After years of district and circuit courts debating whether sexual orientation is a protected class under Title VII of the Civil Rights Act, the Supreme Court finally ruled it is.

In a 6-3 landmark decision, SCOTUS decided that employees can’t be fired due to their sexual orientation or gender identity.

Defining ‘sex discrimination’

Since 1964, the Civil Rights Act has prohibited employers from firing employees due to their sex — but the law had said nothing about sexual orientation. Many lower courts ruled that firing someone for their sexual orientation isn’t the same as firing someone due to their sex.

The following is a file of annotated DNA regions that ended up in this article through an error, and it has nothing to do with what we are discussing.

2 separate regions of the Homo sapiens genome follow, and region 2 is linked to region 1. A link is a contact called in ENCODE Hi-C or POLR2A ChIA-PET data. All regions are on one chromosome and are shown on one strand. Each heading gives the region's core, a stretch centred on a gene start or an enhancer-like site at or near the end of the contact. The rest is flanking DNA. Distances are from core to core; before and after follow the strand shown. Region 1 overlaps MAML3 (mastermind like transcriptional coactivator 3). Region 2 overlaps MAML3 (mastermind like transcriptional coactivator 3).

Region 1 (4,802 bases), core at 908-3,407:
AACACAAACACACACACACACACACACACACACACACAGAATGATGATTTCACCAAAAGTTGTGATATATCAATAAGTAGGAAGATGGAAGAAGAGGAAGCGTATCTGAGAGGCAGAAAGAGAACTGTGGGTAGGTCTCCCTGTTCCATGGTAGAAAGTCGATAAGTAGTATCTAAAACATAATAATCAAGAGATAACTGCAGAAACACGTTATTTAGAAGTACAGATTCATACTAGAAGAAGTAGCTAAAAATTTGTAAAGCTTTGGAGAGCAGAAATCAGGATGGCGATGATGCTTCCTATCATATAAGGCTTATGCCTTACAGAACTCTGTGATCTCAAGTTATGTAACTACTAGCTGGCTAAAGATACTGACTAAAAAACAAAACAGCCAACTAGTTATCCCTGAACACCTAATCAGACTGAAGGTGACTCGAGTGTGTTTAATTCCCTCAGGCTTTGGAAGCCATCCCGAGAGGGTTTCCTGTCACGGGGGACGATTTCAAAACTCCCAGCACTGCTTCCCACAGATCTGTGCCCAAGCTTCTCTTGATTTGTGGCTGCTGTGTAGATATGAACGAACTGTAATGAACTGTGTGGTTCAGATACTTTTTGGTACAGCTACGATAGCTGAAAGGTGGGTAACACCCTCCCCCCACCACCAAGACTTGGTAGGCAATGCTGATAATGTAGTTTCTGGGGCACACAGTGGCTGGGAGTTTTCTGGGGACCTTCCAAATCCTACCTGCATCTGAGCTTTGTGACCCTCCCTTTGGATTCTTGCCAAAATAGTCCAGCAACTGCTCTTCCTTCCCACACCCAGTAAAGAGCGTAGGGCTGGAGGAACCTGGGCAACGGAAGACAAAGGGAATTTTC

But now SCOTUS has made its stance clear, with Justice Neil Gorsuch stating his opinion for the majority, “It is impossible to discriminate against a person for being homosexual or transgender without discriminating against that individual based on sex.” He was joined by Chief Justice John G. Roberts Jr. and Justices Ruth Bader Ginsburg, Stephen G. Breyer, Sonia Sotomayor and Elena Kagan.

Gorsuch went on to say that “sex plays a necessary and undisguisable role” in firing a person due to their sexual orientation or gender identity, which is “exactly what Title VII forbids.”

The post SCOTUS rules Title VII protects LGBTQ workers appeared first on HR Morning.

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